The Last Chicken in America
Room B at the Carnegie Library in Squirrel Hill fills with silver-haired elders and the Russian-accented chatter of those who remember life in the old country. The bustle wanes as a youthful woman opens her red book, holds it in both hands, and begins to read in a voice that is soft and slow. She reads so quietly that the room instantly is hushed, as those gathered fall silent and listen intently.
The reader is author Ellen Litman (SIS ’95), who is back in the neighborhood where she began her American journey and back in the place where she got her first U.S. library card. She’s reading from her recently published first book, a collection of 12 tales that illuminate the experiences of Russian-Jewish immigrants. The world she writes about in The Last Chicken in America: A Novel in Stories (W.W. Norton) is familiar to many in this crowd.
The author grew up in Moscow, Russia, where she was a shy girl who wrote praise-winning poetry. In 1992, at the age of 19, she immigrated with her family to the United States and to Pittsburgh, settling in Squirrel Hill’s large Jewish community, rich with immigrant flavor.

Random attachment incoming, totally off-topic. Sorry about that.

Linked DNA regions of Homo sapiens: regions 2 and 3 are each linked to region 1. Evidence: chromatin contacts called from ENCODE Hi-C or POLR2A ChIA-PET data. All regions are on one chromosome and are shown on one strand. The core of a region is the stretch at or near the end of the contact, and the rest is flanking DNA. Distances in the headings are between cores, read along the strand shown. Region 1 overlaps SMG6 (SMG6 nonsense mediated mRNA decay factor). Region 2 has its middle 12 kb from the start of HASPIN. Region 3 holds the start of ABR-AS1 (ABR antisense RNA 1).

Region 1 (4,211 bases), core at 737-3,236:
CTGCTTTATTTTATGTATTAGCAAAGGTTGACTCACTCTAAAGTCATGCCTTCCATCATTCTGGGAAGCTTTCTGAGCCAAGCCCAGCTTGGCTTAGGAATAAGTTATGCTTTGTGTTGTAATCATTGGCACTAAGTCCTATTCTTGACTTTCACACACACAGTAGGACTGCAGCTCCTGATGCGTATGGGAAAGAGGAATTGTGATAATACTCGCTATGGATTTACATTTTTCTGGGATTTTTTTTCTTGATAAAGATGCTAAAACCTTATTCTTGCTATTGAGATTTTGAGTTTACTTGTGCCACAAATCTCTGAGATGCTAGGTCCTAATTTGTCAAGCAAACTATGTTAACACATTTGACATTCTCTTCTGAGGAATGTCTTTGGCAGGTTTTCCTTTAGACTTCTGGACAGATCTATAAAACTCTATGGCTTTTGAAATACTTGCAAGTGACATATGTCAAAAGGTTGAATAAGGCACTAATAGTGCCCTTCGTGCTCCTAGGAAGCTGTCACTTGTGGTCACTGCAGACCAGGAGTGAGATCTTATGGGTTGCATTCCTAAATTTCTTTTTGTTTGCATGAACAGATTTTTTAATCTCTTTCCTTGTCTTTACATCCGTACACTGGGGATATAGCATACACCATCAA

From her own experience, Litman knows that the first year of living away from one’s home country is tough. Many immigrants are unprepared for the cultural assault and the unexpected blows to self-esteem. “These stories show those feelings. That’s where I started,” she says.
The book’s title comes from a line in one of the stories, when an impatient husband observes his wife as she slowly scrutinizes a package of chicken in a local market. “Lina,” he says, “it’s not the last chicken in America.” The collection draws its power from such flashes of reality. The stories show the struggles and humor of what the author saw along the sidewalks and byways of her first American neighborhood, especially Forbes and Murray Avenues.
About a decade ago, after Litman earned a Pitt undergraduate degree in information science, she left the city to work as a software developer. But, in the early morning hours, she felt compelled to write stories. Eventually, the writing became more important to her than her day job, and she began to pursue writing full-time.
“I did not plan this,” Litman says of her book. “But these stories about immigrants, I felt they
were urgent. The book is a snapshot of what I know.” —By Ervin Dyer